of the Center for Children's Books:
Each month we offer a focus on a particular author or artist. Sometimes we use this space to discuss a rising new talent or an established star, but we also like to celebrate those who now live on only in the rich legacy of their books. See the archive for focus pieces from previous months.
R. Gregory Christie
see cover art permission
Looking at the collection of picture books on my young child's bookshelf, I'm
struck by the uniqueness of each artist's approach, whether it's a simple cartoon
style with gobs of white space, lush watercolors that bleed off the page, or
wacky collages that pull together unexpected elements. The way each artist's
personality jumps off the page is part of what I love about picture books. But
as much as I love picture book art, it isn't very often that an artist gets
under my skin the way R. Gregory Christie has.
Christie's acrylic illustrations are a compelling blend of realism and distortion. In his first book, The Palm of My Heart, a collection of poetry by African American children, Christie paints people with oversized hands, long, thin necks, and arms that hang past their knees. The effect of these exaggerations, in addition to drawing out the accompanying text, is that the reader perceives the lean, solid strength of the young African American writers. In Only Passing Through: The Story of Sojourner Truth, by Anne Rockwell, Christie first emphasizes the subject's combination of intelligence and powerlessness in a painting of her with a large head and tiny hands held up in surrender. Behind her we see the chest of her white master, a stick in his enormous hands. Later, as the young woman spins wool and prepares to escape, it is her hands that appear large and strong.
Christie's portrayal of faces is most notable, even haunting. There is sometimes distortion within the faces, such as the vast nose on a gang banger in Barbara Joosse's Stars in the Darkness, but it is mostly the way that Christie emphasizes faces over the rest of the body that gives them their power. Christie's bodies are often simple and minimized, both in size and detail, contrasting with rich, complex faces that convey the world inside the characters. In Stars in the Darkness, one illustration shows a young boy smiling up at his brother with pride, as the brother looks at a gang member with curiosity and even longing. The boy and his brother take up only one small corner of the full spread, yet their faces tell us as much as the words in the text, and the dramatic composition enhances the impact.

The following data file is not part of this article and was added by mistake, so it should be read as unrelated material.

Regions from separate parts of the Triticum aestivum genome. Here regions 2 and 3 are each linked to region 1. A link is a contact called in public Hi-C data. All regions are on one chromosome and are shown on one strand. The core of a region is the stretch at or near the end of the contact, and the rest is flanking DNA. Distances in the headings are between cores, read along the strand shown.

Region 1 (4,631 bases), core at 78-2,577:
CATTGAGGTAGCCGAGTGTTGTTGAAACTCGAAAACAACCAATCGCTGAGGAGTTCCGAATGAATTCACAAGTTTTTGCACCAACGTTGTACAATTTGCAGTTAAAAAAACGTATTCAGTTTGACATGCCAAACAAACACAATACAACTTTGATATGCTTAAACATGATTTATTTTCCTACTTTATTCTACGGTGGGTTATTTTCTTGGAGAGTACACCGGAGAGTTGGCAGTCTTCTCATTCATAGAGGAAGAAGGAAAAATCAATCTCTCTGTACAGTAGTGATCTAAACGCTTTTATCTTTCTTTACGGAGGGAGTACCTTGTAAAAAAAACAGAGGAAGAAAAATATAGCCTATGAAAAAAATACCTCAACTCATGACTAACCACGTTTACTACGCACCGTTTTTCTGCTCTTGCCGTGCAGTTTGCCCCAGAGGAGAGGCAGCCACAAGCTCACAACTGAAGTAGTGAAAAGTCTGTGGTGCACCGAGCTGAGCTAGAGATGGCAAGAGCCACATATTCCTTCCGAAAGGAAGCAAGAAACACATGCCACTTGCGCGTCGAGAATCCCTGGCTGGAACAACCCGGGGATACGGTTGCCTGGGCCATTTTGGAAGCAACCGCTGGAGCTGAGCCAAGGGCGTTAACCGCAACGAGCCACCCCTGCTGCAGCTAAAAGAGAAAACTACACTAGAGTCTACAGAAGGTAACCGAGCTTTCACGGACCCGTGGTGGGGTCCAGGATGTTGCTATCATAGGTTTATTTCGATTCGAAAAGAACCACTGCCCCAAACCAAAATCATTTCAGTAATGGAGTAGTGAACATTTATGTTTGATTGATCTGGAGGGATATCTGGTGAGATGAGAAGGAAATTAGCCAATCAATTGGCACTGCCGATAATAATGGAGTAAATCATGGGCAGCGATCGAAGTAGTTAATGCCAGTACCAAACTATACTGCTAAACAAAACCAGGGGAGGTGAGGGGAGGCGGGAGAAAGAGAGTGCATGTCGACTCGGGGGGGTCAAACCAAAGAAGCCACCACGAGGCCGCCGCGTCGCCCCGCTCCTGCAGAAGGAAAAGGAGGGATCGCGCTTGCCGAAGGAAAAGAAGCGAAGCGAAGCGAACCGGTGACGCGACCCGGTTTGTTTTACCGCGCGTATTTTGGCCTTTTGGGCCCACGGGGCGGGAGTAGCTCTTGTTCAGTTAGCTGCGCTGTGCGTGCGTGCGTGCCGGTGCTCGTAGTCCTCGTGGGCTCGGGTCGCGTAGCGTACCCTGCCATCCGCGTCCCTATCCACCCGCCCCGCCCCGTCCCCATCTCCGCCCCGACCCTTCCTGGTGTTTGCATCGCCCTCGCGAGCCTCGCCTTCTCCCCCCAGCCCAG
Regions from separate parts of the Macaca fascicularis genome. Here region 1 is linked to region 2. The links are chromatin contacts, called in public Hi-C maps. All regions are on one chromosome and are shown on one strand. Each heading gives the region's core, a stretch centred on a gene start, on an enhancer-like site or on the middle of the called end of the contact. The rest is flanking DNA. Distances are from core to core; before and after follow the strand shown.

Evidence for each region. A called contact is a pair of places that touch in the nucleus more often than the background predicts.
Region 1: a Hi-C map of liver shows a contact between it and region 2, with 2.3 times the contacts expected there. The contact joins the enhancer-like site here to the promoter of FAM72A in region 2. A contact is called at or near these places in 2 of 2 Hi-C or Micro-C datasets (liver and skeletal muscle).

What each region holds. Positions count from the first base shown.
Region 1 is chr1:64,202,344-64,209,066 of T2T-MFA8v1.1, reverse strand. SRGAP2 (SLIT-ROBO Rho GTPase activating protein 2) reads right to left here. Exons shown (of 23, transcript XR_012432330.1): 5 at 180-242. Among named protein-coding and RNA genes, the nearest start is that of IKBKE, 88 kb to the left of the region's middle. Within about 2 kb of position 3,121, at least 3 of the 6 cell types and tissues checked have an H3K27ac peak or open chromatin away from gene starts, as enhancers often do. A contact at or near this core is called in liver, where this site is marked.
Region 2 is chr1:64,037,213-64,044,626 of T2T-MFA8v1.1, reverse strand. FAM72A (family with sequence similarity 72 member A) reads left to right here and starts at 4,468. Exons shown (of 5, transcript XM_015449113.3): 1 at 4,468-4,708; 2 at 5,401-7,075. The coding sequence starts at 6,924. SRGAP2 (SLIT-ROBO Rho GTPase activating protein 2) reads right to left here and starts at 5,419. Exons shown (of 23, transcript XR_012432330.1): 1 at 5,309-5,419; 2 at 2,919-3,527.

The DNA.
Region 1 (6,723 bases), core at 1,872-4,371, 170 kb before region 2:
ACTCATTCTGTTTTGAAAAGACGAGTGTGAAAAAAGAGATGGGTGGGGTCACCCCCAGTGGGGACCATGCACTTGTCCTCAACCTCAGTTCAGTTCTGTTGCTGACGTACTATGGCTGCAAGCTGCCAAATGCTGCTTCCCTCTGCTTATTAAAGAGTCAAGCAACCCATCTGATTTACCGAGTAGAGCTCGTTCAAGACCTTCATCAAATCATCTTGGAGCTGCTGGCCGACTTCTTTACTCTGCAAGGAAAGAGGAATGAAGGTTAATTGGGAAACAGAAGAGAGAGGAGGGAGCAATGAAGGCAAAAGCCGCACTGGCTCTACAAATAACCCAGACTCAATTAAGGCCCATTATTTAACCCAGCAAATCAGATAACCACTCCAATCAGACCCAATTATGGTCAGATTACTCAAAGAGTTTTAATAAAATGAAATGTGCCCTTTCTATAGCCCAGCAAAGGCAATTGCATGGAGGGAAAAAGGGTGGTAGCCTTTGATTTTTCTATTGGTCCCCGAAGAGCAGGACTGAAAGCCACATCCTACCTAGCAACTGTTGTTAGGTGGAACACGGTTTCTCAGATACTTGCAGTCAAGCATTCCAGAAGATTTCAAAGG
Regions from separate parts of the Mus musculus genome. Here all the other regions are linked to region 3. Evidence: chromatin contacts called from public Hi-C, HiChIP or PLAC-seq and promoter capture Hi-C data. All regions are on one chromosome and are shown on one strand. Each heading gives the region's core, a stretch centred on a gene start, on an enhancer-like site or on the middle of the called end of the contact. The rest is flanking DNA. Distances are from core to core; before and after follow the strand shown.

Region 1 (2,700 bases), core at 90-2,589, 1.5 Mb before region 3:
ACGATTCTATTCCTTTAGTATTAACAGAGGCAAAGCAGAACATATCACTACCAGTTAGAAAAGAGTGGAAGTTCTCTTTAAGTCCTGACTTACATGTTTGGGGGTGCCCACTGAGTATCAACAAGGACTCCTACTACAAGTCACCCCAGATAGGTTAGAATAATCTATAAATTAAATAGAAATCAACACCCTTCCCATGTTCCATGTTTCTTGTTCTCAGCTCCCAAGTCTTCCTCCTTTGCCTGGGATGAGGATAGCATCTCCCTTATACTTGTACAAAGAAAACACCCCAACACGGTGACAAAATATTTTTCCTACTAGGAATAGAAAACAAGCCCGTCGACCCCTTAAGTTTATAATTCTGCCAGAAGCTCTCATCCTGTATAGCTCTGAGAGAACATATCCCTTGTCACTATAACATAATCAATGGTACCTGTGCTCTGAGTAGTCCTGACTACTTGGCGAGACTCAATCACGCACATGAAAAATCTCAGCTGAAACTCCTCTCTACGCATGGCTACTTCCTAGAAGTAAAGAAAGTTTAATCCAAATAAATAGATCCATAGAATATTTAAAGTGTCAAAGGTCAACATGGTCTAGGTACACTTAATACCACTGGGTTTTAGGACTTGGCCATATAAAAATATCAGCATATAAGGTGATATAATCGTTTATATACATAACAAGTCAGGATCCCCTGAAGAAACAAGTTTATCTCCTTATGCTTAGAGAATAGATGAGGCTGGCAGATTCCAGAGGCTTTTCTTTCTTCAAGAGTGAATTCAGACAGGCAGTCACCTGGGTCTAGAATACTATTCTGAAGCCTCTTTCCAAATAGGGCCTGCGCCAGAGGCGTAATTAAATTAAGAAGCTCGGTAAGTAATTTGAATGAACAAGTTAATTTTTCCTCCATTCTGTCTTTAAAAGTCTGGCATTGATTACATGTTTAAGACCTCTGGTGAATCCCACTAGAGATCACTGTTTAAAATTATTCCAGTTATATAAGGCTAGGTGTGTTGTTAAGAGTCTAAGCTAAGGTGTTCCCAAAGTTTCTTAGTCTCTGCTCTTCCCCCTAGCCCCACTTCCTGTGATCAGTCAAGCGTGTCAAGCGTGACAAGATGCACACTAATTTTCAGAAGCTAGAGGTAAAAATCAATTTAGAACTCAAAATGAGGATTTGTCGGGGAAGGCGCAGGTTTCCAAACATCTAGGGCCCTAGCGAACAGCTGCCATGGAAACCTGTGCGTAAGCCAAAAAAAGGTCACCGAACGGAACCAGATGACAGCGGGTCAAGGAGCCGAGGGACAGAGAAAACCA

Whether it's a picture book about a young girl overcoming her fear of chickens (Rukhsana Khan's Ruler of the Courtyard), a poetic tribute to the black church (Tonya Bolden's Rock of Ages), or a verse biography of Langston Hughes (Tony Medina's Love to Langston), the books that Christie illustrates speak to the lives of all children, and his illustrations create harmony with the words. The paintings, with their disproportion, may initially strike a reader as being strange or different, but in the words of Shawnta'ya Jones, one of the young poets of The Palm of My Heart, "differences are good because no one else says the same things as you." No one else paints the way R. Gregory Christie does, and those differences bring a new depth to children's book illustration.
Cover art reproduced with permission from Yesterday I Had the Blues. Copyright © 2003 by R. Gregory Christie. Tricycle Press, www.tenspeed.com